Did you find yourself yawning at the idea of a new budget-priced GTX 750 Ti yesterday? If you're looking at the top end of the market, Nvidia's GeForce GTX Titan Black might suit. Their new premium card is designed to oust the Titan, and can be yours for the hefty asking cost of £785.
Well, it’s been a busy month for graphics card releases and we’re only seven days into November, but then we always knew Nvidia would be waiting for AMD to release it’s top end cards before issuing their own response, and here it is: the Nvidia GeForce GTX 780 Ti.
And as you would expect, it’s now the fastest graphics card on the planet. But we’re not just talking about taking the single-GPU crown either, the GTX 780 Ti can actually go much faster than the Radeon HD 7990, let alone either the GTX Titan or Radeon R9 290X.
Nvidia have had to bring out their biggest guns for this battle. The original GTX Titan was a bit of shock and awe in order to topple AMD’s Radeon HD 7970 GHz edition from the top of the benchmark tree, the GTX 780 Ti goes even further. Not even Nvidia’s pro graphics card range has used the GPU behemoth inside this card.
Nvidia upped the clocks on its cut down GK 104 and EVGA decided to go one better with the GTX 760 Superclocked. But with the reference card’s GPU already hauling as much gaming load as its silicon can handle, is there any point in a more expensive overclocked version?
We’ve already seen the standard Nvidia GeForce GTX 760 today, and there will likely be many reference versions hitting the shelves as I type, but there will also be a slew of these factory-overclocked cards. Is it worth the extra cost? Let's find out.
Component manufacturers love the bombastic use of military speak and the double whammy of GTX 700 series releases from Nvidia certainly have something of the shock-and-awe about them. This latest card, the Nvidia GeForce GTX 760 is no different, and sets to the middle order of AMD’s competing Radeon graphics cards.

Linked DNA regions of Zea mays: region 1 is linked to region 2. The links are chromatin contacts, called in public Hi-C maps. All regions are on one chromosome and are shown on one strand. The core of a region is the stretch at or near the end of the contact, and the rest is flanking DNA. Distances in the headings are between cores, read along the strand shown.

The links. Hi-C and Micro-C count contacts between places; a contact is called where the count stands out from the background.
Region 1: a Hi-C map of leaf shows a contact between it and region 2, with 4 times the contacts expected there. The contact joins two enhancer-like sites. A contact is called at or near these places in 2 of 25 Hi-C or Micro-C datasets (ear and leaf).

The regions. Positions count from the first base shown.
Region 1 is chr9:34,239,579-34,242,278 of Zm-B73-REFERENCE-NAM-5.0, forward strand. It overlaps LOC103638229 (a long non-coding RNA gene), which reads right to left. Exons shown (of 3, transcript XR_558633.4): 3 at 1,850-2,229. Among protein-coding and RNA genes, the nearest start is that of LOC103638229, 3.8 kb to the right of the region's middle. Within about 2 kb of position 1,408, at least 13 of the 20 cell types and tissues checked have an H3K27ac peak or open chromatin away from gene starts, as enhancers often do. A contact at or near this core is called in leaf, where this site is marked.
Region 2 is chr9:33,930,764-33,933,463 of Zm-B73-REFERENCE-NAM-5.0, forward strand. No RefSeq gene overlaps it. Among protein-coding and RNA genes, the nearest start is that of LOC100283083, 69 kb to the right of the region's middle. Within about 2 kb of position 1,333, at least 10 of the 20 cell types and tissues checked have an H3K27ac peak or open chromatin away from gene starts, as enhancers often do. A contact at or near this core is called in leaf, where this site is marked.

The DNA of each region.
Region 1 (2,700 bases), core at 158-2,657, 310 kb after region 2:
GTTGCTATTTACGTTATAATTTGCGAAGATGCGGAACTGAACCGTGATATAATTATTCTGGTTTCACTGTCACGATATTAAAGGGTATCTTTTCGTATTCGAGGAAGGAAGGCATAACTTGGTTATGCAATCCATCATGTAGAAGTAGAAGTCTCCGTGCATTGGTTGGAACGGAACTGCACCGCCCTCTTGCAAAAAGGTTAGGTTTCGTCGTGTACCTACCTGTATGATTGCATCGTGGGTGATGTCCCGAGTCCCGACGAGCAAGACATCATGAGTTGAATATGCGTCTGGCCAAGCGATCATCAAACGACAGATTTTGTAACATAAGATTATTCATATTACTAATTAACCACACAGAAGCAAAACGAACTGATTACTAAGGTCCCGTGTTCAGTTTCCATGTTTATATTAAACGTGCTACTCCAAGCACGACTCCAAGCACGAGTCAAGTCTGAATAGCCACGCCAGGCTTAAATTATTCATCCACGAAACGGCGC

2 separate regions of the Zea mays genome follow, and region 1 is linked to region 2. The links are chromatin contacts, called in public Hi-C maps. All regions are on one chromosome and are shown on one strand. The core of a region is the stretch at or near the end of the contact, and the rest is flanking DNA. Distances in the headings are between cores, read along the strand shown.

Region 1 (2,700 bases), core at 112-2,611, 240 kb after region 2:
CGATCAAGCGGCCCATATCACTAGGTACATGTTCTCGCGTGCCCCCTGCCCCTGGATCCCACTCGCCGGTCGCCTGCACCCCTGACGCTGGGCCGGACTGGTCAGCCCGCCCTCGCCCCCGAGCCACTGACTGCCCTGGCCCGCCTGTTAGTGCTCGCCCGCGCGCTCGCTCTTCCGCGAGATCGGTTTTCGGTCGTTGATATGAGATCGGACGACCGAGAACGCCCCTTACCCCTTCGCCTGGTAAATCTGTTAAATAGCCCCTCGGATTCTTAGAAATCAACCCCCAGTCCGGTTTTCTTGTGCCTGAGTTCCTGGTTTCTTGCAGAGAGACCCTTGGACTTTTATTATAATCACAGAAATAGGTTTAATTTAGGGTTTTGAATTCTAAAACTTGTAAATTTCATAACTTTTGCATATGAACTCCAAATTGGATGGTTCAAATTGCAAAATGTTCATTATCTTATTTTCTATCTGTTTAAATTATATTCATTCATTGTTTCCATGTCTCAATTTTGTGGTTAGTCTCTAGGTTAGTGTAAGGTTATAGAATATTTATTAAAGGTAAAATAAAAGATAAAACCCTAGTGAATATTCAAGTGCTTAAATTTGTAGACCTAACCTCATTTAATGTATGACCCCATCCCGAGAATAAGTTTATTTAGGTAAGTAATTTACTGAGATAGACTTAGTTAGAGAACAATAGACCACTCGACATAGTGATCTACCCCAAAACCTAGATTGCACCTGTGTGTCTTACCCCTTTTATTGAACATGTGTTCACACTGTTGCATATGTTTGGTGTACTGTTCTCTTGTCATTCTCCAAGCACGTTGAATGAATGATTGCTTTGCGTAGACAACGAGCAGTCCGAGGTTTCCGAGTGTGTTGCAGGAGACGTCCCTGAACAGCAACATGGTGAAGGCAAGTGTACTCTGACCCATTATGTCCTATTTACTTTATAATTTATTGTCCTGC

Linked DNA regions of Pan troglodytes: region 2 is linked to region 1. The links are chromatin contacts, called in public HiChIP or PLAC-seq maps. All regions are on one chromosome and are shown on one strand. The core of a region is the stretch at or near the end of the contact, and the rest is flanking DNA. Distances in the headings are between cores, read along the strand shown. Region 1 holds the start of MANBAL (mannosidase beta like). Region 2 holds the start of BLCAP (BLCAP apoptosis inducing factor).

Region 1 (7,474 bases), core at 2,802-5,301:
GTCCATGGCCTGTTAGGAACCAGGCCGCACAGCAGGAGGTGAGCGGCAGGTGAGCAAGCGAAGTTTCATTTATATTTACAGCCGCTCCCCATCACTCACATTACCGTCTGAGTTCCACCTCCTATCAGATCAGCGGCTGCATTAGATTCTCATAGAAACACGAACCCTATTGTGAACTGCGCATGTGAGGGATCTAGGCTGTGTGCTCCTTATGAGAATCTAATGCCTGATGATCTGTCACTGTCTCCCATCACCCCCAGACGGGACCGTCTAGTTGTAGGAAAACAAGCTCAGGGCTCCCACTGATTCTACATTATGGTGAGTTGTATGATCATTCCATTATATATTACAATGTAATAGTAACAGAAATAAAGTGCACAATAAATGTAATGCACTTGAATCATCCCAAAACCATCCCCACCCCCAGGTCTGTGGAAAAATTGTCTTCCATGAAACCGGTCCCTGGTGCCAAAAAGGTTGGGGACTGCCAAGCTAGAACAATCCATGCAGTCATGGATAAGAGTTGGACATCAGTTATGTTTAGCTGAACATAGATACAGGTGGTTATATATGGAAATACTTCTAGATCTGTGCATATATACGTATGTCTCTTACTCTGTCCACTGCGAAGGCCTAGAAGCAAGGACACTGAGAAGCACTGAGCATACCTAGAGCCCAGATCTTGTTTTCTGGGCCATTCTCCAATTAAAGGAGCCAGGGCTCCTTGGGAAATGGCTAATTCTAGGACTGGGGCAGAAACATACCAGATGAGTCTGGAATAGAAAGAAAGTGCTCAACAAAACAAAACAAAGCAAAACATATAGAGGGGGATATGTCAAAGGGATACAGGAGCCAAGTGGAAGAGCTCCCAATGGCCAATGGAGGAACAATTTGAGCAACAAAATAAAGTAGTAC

It’s rare though that Nvidia and AMD don’t decide to launch their new graphics generations - whether they’re whole new architectures or range refreshers - at around the same time. Generally there’s only a few months between them at worst, with Nvidia normally the ones turning up late to the party, blaming the traffic on the way over or difficulties in hitting decent yields with new process nodes.
This time though it’s Nvidia who are the first to arrive, eagerly clutching their new silicon, with AMD kicking their heels back in Texas. But this apparently is not a delay, AMD have decided they are going to stick with their current range of HD 7000 GPUs until the end of the year, so confident are they in their existing cards. I’ve got to believe though somewhere there are some AMD Radeon execs who are sweating just a little more now.
The tech world has gotten itself into a lather over the bombardment of announcements coming out of Consumer Electronics Show. Here's one that's relevant to us, though: NVIDIA's Project Shield. While it may look like an HD screen bolted to a parody of a PS3 controller, the Android powered device is also capable of streaming your PC game library.